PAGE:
The federal government's new environmental laws prompted Nova Scotia's offshore regulator to seek assurances Ottawa will still be able to provide scientific advice on offshore energy projects, CBC News has learned.

The Canada-Nova Scotia Offshore Petroleum Board is rewriting its memorandum of understanding to "reflect that commitment," said Tanya Taylor-White, a spokeswoman for the board.

Taylor-White said Bill C-45 — a second omnibus budget bill that will change the legislation contained in dozens of acts including the Indian Act, the Navigation Protection Act and the Environmental Assessment Act — triggered the request.

Taylor-White said a new memorandum will be in place by the end of March and will provide assurances from Fisheries and Oceans Canada and Environment Canada.

Both federal departments are required to review environmental assessments of energy projects.

The stakes are high for Nova Scotia, where oil giants BP and Shell Canada have promised to spend close to $2 billion exploring for oil off the coast over the next six years.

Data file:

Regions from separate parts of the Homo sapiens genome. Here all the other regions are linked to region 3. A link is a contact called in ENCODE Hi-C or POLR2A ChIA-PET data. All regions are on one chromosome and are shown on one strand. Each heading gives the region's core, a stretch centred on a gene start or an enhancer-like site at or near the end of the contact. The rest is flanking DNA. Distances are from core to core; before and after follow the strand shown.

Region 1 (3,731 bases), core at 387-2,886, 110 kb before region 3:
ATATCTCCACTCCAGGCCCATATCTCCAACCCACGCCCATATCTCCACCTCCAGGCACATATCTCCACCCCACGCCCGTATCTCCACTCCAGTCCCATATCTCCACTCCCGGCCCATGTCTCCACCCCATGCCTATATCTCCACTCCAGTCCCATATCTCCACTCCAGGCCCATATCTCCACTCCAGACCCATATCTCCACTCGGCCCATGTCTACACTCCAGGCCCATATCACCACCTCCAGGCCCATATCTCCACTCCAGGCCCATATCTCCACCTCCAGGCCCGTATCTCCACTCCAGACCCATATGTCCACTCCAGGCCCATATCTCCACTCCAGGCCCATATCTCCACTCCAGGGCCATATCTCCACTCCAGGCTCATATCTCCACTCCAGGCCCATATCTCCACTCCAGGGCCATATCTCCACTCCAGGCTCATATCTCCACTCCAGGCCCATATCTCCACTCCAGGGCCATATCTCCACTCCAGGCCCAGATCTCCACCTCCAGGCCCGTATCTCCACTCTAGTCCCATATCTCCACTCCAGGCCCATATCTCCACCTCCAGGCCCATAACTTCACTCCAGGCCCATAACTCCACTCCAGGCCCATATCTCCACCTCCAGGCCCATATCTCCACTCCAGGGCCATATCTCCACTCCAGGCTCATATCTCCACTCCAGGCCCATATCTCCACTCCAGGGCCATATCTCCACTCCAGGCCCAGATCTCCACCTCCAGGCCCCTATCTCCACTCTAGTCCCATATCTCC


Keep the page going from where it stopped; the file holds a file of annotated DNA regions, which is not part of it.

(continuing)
BP alone has committed to spend more than $1 billion exploring those areas.

Shell Canada was also given exploration rights — two in the Sable Island area and two deepwater parcels — for its $32 million bid. That's combined with its January 2011 bid of $970 million in the hopes of finding deepwater oil.

"The CNSOPB has a solid commitment from EC and DFO that they will continue to provide advice and scientific review of our EAs," Taylor-White wrote in an email to CBC News.

The Canada-Nova Scotia Offshore Petroleum Board is an independent agency managed jointly by the governments of Canada and Nova Scotia.

Meanwhile, the provincial government told CBC News it is continuing to study the implications of Bill C-45. The act itself runs over more than 400 pages.

"We're still assessing what the changes will mean for Nova Scotia," Sterling Belliveau, the Minister of Environment, said in an email.

"The designation of physical activity regulations will go out for consultation later this year. This will help provide the full picture of what the changes will look like."